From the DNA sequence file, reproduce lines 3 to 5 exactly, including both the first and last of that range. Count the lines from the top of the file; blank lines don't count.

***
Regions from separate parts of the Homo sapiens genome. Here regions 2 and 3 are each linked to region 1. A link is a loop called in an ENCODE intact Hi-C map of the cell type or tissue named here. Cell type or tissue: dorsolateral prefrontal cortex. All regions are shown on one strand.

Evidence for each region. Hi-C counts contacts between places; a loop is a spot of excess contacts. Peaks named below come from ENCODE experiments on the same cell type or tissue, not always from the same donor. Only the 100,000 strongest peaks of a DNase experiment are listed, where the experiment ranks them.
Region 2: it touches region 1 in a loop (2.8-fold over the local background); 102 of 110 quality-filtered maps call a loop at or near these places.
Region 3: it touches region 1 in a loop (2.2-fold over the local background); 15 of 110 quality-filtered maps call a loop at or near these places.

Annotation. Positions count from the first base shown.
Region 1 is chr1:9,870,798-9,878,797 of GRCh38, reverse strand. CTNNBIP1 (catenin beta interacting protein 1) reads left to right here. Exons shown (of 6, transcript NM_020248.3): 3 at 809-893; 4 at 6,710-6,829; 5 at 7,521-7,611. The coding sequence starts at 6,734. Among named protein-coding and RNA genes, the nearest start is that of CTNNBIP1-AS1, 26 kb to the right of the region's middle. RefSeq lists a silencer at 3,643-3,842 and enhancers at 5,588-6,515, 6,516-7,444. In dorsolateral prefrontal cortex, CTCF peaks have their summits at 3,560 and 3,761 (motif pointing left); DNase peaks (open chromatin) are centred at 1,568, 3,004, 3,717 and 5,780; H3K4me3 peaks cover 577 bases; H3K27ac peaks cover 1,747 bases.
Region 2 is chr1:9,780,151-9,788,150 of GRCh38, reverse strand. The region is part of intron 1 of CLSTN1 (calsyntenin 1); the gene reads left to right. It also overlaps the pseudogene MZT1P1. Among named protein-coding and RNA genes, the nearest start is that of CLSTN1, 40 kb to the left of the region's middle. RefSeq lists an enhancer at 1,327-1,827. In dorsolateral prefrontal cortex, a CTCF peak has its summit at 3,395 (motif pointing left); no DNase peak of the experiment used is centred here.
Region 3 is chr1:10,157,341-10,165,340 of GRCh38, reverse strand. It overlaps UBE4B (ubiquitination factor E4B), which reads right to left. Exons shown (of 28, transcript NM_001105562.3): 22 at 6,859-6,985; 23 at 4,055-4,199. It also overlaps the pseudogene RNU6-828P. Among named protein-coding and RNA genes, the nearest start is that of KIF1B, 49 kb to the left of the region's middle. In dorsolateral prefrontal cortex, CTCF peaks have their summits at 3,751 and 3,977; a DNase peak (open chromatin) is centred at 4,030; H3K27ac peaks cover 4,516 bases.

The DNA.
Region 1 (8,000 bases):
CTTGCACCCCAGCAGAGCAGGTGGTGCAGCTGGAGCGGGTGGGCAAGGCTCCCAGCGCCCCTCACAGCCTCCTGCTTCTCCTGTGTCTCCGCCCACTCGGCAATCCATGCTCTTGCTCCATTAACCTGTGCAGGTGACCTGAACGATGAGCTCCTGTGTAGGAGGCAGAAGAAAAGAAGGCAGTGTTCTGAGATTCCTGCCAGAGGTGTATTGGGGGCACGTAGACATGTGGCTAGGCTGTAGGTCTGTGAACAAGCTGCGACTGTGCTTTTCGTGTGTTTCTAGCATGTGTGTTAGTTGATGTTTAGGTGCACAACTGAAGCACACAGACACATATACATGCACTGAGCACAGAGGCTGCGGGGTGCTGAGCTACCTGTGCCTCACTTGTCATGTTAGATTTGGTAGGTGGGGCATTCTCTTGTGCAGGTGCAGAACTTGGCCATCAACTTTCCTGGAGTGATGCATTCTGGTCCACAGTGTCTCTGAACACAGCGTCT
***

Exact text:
Region 2: it touches region 1 in a loop (2.8-fold over the local background); 102 of 110 quality-filtered maps call a loop at or near these places.
Region 3: it touches region 1 in a loop (2.2-fold over the local background); 15 of 110 quality-filtered maps call a loop at or near these places.

Annotation. Positions count from the first base shown.